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Here’s What The Clorox Company’s (NYSE:CLX) ROCE Can Tell Us

Simply Wall St

Today we are going to look at The Clorox Company (NYSE:CLX) to see whether it might be an attractive investment prospect. Specifically, we’re going to calculate its Return On Capital Employed (ROCE), in the hopes of getting some insight into the business.

First up, we’ll look at what ROCE is and how we calculate it. Next, we’ll compare it to others in its industry. And finally, we’ll look at how its current liabilities are impacting its ROCE.

Understanding Return On Capital Employed (ROCE)

ROCE is a metric for evaluating how much pre-tax income (in percentage terms) a company earns on the capital invested in its business. All else being equal, a better business will have a higher ROCE. Overall, it is a valuable metric that has its flaws. Renowned investment researcher Michael Mauboussin has suggested that a high ROCE can indicate that ‘one dollar invested in the company generates value of more than one dollar’.

How Do You Calculate Return On Capital Employed?

Analysts use this formula to calculate return on capital employed:

Return on Capital Employed = Earnings Before Interest and Tax (EBIT) ÷ (Total Assets – Current Liabilities)

Or for Clorox:

0.29 = US$1.1b ÷ (US$5.1b – US$1.2b) (Based on the trailing twelve months to December 2018.)

So, Clorox has an ROCE of 29%.

Check out our latest analysis for Clorox

Is Clorox’s ROCE Good?

When making comparisons between similar businesses, investors may find ROCE useful. In our analysis, Clorox’s ROCE is meaningfully higher than the 14% average in the Household Products industry. We consider this a positive sign, because it suggests it uses capital more efficiently than similar companies. Putting aside its position relative to its industry for now, in absolute terms, Clorox’s ROCE is currently very good.

NYSE:CLX Past Revenue and Net Income, March 15th 2019

When considering this metric, keep in mind that it is backwards looking, and not necessarily predictive. Companies in cyclical industries can be difficult to understand using ROCE, as returns typically look high during boom times, and low during busts. ROCE is, after all, simply a snap shot of a single year. What happens in the future is pretty important for investors, so we have prepared a free report on analyst forecasts for Clorox.

What Are Current Liabilities, And How Do They Affect Clorox’s ROCE?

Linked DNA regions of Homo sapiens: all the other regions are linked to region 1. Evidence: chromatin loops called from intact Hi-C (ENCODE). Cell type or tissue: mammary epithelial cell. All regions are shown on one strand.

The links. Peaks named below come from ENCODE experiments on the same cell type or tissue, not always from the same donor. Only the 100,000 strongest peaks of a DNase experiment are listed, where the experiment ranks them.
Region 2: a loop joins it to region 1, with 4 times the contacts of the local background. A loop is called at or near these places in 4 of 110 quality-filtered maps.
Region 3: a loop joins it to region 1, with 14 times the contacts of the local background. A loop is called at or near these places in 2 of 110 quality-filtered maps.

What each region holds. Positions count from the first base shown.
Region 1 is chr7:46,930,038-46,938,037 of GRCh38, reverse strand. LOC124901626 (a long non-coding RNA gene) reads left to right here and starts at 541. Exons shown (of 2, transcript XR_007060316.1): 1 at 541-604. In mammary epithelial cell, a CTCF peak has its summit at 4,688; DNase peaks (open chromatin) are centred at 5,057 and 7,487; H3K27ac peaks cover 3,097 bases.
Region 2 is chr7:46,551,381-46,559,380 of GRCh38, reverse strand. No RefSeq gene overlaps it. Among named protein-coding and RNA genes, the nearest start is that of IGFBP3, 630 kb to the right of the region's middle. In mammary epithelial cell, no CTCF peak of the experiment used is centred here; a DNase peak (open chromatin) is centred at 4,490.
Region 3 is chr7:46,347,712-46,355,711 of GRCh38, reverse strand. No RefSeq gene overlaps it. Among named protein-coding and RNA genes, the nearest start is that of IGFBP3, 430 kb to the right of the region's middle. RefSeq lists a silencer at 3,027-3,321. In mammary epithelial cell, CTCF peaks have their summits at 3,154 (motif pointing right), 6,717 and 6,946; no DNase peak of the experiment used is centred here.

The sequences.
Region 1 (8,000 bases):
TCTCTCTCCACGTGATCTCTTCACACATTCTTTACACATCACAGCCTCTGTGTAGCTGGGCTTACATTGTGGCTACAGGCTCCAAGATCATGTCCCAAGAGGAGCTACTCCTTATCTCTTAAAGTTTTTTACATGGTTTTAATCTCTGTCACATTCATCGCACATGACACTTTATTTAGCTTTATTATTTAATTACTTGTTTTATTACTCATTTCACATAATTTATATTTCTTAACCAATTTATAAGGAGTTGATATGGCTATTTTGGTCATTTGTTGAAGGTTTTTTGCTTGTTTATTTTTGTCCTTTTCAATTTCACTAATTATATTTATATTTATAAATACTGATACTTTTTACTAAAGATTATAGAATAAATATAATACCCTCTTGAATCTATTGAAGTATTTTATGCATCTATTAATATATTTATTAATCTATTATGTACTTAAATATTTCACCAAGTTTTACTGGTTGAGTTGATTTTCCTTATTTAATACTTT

Current liabilities are short term bills and invoices that need to be paid in 12 months or less. Due to the way the ROCE equation works, having large bills due in the near term can make it look as though a company has less capital employed, and thus a higher ROCE than usual. To counteract this, we check if a company has high current liabilities, relative to its total assets.

Clorox has total assets of US$5.1b and current liabilities of US$1.2b. Therefore its current liabilities are equivalent to approximately 23% of its total assets. The fairly low level of current liabilities won’t have much impact on the already great ROCE.

Our Take On Clorox’s ROCE

This is good to see, and with such a high ROCE, Clorox may be worth a closer look. You might be able to find a better buy than Clorox. If you want a selection of possible winners, check out this free list of interesting companies that trade on a P/E below 20 (but have proven they can grow earnings).

For those who like to find winning investments this free list of growing companies with recent insider purchasing, could be just the ticket.

We aim to bring you long-term focused research analysis driven by fundamental data. Note that our analysis may not factor in the latest price-sensitive company announcements or qualitative material.

If you spot an error that warrants correction, please contact the editor at editorial-team@simplywallst.com. This article by Simply Wall St is general in nature. It does not constitute a recommendation to buy or sell any stock, and does not take account of your objectives, or your financial situation. Simply Wall St has no position in the stocks mentioned. Thank you for reading.